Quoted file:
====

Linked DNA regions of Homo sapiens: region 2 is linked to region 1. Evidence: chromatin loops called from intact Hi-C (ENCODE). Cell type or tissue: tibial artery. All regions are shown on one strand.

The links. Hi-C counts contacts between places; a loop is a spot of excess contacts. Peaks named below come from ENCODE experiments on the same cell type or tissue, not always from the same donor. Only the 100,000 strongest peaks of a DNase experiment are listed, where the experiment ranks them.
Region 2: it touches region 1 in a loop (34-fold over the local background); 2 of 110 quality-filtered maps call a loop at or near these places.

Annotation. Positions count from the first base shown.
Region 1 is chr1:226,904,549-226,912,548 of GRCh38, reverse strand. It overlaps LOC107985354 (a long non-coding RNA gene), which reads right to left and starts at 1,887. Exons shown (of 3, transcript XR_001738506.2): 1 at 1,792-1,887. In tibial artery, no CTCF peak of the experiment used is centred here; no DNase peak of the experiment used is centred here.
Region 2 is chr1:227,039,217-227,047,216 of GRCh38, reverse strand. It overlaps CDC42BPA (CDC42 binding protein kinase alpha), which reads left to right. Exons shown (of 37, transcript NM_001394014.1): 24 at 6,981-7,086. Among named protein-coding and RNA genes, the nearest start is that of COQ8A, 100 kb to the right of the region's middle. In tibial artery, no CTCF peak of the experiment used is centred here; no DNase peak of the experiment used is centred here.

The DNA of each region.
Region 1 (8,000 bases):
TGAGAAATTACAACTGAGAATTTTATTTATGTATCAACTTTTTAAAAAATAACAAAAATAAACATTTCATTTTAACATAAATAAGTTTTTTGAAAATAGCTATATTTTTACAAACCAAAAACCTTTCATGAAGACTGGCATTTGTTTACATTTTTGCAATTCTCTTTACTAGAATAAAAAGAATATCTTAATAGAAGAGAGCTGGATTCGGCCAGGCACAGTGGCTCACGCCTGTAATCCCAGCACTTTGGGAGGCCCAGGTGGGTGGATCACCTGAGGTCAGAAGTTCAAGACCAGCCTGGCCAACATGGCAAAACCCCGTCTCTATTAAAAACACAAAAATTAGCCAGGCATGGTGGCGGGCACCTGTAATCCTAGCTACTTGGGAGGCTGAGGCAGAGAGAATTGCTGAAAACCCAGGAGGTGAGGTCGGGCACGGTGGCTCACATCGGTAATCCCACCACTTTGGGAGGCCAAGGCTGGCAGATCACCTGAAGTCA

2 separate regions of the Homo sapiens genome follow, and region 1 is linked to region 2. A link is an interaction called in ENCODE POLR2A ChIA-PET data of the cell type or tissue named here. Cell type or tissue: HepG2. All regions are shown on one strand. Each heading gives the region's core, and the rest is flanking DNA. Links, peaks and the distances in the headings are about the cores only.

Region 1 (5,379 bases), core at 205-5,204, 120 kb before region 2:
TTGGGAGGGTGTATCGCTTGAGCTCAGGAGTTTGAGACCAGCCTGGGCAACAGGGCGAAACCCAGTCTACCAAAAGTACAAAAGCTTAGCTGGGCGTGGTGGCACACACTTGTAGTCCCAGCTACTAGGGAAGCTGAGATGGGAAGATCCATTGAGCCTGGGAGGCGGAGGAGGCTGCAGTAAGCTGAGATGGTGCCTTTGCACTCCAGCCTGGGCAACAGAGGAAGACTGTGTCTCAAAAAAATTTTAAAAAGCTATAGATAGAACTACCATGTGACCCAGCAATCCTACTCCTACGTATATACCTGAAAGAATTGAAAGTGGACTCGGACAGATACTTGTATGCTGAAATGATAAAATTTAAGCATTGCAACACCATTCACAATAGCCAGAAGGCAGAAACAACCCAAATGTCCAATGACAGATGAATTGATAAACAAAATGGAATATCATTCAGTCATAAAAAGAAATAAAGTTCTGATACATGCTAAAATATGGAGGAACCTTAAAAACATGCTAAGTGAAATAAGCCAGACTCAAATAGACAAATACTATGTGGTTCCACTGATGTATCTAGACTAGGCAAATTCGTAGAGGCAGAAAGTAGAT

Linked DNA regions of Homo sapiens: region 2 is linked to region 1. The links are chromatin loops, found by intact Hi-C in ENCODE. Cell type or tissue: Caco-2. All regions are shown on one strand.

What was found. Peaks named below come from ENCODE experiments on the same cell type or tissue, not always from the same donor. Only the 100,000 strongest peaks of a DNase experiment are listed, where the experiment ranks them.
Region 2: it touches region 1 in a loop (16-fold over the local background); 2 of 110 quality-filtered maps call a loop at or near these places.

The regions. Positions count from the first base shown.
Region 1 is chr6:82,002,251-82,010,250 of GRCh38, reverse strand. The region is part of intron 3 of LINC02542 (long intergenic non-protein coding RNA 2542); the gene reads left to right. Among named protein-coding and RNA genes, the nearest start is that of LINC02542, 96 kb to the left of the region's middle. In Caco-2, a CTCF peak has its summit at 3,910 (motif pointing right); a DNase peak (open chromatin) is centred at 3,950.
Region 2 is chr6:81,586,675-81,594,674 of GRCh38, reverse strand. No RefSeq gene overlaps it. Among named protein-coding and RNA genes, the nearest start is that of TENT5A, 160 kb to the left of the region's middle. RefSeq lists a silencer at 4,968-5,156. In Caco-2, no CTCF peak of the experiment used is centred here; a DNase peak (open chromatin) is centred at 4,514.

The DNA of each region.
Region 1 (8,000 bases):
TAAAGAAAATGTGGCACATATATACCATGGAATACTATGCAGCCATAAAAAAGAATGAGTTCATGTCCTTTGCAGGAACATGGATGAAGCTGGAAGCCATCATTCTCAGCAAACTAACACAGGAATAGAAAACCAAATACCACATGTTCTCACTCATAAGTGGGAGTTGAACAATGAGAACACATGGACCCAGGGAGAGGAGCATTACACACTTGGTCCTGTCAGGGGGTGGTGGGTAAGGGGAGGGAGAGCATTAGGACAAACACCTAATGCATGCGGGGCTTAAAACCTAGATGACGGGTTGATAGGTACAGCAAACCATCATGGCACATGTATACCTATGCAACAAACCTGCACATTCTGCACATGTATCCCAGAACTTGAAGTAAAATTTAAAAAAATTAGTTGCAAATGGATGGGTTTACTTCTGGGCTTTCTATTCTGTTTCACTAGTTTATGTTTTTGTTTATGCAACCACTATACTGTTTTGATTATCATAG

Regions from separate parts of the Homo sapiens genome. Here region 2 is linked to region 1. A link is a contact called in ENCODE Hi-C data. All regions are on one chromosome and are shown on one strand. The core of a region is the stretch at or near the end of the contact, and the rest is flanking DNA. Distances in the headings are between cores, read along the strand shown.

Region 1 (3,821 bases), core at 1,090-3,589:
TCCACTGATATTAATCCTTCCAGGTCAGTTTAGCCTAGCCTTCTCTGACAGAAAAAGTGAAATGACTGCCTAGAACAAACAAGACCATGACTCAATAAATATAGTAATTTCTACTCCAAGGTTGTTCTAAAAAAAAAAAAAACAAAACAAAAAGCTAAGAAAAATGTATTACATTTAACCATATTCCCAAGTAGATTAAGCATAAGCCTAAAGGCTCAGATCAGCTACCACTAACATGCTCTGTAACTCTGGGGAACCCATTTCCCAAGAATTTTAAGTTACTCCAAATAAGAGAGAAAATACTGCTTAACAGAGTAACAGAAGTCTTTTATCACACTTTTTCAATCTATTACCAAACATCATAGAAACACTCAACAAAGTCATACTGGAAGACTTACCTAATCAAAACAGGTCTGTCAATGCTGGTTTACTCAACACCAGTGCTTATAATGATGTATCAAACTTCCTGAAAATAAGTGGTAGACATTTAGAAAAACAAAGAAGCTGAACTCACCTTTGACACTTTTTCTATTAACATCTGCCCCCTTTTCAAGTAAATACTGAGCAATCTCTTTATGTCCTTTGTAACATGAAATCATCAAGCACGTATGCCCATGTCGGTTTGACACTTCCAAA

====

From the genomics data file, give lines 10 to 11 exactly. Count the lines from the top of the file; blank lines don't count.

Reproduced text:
2 separate regions of the Homo sapiens genome follow, and region 1 is linked to region 2. A link is an interaction called in ENCODE POLR2A ChIA-PET data of the cell type or tissue named here. Cell type or tissue: HepG2. All regions are shown on one strand. Each heading gives the region's core, and the rest is flanking DNA. Links, peaks and the distances in the headings are about the cores only.

Region 1 (5,379 bases), core at 205-5,204, 120 kb before region 2: